Writing primarily about places and people, David Rieff's books move through Texas, Miami, Los Angeles, and Bosnia, before taking on the larger sphere of war crimes. His topics are contemporary, controversial, and often impressionistic rather than strictly factual. He is, as Chris Goodrich noted in Publishers Weekly, "interested in places people believe they understand but, in reality, do not comprehend in any deep sense."

Rieff's first book, Texas Boots, is a study of cowboy boots. His next, Going to Miami: Exiles, Tourists, and Refugees in the New America, was described by John Rothchild in the Los Angeles Times Book Review as "a well-written and provocative account" of a culture "deeply divided." The critic went on to say: "In Rieff's Miami, we have the first example of a U.S. city controlled by people who imagine they are someplace else, and who view the rest of the country to which they are nominally connected as 'foreign.'" Nicholas Lemann commented in the New Republic that Rieff's book "is a collection of observations and impressions, not a line of argument." Rothchild wrote that Rieff got very close to the Cubans in writing this book, going beyond the well-known fact of Miami's Latino atmosphere to tell "the emotional story, splitting his time between Anglos and Cubans, reporting on opinions from both sides of the rancorous cultural divide."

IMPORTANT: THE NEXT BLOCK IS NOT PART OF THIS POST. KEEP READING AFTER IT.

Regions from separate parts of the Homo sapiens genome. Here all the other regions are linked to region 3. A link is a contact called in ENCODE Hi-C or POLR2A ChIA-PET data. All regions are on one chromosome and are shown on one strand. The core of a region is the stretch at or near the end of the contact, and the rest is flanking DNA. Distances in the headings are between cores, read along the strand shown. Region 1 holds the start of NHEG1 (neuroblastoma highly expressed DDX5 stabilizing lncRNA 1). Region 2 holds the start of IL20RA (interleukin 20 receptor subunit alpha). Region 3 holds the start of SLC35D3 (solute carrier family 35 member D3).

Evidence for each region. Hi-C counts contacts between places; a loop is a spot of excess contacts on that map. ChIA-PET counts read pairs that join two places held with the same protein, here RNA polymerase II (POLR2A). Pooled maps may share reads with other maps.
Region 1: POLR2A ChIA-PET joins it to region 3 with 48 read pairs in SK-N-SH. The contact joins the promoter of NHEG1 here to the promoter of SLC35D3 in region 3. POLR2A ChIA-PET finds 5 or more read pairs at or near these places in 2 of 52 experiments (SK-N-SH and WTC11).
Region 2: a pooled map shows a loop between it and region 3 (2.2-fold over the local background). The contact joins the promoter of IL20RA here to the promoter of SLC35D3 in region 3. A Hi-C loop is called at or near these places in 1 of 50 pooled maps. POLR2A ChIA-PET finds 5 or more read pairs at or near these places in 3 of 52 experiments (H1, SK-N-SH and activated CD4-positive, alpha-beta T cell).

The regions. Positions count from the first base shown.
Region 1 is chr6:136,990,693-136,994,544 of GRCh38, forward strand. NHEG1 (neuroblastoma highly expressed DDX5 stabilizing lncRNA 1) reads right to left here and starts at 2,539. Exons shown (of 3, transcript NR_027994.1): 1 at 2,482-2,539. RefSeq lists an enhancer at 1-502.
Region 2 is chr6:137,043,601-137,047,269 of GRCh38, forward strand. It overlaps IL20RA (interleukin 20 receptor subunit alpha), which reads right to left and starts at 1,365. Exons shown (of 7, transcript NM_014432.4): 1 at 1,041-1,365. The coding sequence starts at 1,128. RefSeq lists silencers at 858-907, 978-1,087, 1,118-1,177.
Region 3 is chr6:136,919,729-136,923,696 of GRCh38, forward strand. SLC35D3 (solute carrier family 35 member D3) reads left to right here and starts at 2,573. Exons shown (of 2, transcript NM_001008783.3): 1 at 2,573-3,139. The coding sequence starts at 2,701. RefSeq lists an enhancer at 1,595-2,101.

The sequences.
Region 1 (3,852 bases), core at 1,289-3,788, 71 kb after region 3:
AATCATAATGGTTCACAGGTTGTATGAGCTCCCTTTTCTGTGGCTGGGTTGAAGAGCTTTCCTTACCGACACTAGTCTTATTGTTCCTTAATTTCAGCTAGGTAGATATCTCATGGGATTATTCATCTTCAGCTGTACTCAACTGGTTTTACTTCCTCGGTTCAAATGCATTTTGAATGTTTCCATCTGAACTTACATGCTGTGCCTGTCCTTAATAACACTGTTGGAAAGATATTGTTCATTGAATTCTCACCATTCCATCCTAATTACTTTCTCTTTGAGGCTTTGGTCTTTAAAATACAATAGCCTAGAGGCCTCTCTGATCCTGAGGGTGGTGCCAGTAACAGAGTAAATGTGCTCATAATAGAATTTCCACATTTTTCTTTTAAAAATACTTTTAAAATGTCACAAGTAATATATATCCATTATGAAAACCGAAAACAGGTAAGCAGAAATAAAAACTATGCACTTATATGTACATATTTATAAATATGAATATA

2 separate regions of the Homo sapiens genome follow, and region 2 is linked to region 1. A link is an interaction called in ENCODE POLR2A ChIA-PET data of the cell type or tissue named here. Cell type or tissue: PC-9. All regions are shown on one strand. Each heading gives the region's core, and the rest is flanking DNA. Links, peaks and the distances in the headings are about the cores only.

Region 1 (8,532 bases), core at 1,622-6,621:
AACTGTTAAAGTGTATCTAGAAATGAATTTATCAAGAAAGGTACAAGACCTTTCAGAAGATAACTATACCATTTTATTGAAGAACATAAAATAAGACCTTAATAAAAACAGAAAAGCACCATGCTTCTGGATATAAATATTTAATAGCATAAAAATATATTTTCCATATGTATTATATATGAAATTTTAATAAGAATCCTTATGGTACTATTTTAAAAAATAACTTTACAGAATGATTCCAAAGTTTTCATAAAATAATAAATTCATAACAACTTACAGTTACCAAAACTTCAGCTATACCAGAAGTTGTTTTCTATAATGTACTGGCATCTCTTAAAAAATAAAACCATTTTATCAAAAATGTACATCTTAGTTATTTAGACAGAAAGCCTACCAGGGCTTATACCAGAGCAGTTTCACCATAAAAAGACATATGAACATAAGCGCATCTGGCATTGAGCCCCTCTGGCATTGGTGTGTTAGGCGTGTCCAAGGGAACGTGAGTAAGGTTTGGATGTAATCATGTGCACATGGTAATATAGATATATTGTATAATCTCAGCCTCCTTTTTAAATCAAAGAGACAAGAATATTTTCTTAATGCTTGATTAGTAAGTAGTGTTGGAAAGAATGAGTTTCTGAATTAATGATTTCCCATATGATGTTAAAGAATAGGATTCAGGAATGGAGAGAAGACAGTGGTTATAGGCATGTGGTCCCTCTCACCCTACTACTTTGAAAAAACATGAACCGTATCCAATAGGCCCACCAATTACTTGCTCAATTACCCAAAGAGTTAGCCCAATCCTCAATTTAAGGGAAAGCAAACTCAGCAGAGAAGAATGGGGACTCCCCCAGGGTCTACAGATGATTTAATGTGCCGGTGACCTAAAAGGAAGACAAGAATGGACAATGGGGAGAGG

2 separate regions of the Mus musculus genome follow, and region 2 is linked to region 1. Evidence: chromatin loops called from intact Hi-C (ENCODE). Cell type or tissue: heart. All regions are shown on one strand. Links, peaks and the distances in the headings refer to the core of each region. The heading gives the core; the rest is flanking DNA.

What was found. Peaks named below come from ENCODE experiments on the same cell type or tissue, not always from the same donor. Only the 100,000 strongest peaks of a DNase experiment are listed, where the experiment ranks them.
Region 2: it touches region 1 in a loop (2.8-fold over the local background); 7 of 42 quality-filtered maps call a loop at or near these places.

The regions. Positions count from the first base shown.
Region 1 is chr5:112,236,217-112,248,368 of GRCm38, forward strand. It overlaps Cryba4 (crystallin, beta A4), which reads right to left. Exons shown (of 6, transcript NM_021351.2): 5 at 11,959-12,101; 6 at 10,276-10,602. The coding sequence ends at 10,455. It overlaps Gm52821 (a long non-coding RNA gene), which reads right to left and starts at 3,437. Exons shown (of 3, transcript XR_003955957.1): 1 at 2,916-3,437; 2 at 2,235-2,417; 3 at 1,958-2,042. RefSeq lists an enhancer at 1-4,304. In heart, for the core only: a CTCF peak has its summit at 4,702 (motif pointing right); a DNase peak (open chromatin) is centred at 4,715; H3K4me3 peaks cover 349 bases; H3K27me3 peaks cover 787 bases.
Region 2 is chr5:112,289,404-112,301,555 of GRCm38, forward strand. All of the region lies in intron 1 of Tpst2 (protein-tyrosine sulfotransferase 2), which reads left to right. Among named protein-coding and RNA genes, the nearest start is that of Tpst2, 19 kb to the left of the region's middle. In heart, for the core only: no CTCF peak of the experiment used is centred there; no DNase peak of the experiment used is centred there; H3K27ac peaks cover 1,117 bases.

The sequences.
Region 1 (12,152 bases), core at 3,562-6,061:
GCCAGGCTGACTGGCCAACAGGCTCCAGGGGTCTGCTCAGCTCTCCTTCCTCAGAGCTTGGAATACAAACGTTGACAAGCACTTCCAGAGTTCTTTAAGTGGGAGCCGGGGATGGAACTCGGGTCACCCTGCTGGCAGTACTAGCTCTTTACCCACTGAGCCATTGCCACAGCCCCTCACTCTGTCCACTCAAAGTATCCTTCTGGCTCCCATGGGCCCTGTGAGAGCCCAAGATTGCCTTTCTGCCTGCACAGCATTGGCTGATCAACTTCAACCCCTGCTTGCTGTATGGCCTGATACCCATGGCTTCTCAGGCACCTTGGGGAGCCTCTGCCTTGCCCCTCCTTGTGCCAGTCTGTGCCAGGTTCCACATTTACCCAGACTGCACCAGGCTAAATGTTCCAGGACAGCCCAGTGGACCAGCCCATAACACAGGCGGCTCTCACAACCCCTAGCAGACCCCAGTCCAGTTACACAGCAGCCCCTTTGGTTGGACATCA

Los Angeles: Capital of the Third World was judged by a critic in the Economist to be a "powerful and troubling guide to America's most intriguing city" and a "touchstone for the future direction of America." Challenging existing assumptions about Los Angeles as a superficial place associated only with making aircraft and movies, Rieff's book concentrates on the broad mixture of hardworking recent immigrants whose presence brings both change and energy to the city. Having lived in Los Angeles before many of the more recent immigrants arrived there, Rieff was struck by the gap between the lives of middle-class "Angelenos" and the minorities who often worked as domestic help. He spent more and more time in the city, riding city buses, getting the feel of life among poorer immigrants, and becoming interested in the unseen and unrecognized role played by the immigrants in the life of the city. He began to see Los Angeles as a "harbinger of things to come," as Chris Goodrich reported in Publishers Weekly.